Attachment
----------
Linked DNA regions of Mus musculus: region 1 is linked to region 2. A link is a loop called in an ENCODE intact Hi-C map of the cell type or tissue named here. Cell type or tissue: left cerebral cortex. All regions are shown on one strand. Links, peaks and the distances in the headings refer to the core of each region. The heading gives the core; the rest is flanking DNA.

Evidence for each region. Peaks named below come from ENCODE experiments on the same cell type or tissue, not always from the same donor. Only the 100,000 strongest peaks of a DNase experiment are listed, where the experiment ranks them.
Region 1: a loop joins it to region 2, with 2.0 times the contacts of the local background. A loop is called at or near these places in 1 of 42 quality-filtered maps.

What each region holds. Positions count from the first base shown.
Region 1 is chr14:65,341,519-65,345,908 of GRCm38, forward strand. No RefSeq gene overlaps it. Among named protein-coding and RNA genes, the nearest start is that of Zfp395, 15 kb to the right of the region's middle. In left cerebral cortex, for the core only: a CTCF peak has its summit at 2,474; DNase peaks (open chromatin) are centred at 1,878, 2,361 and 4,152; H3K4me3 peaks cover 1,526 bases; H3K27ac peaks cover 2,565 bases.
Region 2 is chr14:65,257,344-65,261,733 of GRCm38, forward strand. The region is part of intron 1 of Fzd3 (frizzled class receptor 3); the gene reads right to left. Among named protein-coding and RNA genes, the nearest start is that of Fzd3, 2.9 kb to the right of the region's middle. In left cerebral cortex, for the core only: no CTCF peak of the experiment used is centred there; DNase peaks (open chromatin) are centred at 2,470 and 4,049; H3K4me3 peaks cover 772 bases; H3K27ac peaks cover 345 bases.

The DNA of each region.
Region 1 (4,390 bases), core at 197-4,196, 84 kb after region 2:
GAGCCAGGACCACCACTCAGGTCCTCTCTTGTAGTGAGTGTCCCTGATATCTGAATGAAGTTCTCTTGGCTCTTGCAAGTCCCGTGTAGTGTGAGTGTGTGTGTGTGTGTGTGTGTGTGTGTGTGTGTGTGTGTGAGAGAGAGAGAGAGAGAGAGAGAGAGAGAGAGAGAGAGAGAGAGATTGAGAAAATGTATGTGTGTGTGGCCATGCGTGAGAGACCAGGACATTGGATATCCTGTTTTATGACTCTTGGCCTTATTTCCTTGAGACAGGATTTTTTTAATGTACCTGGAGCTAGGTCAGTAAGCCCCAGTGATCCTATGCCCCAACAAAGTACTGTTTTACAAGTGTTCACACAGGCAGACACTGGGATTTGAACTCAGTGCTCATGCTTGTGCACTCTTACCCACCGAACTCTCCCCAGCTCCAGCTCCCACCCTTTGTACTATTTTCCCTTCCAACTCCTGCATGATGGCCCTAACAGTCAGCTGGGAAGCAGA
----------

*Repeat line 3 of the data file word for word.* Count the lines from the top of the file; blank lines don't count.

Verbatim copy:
Region 1: a loop joins it to region 2, with 2.0 times the contacts of the local background. A loop is called at or near these places in 1 of 42 quality-filtered maps.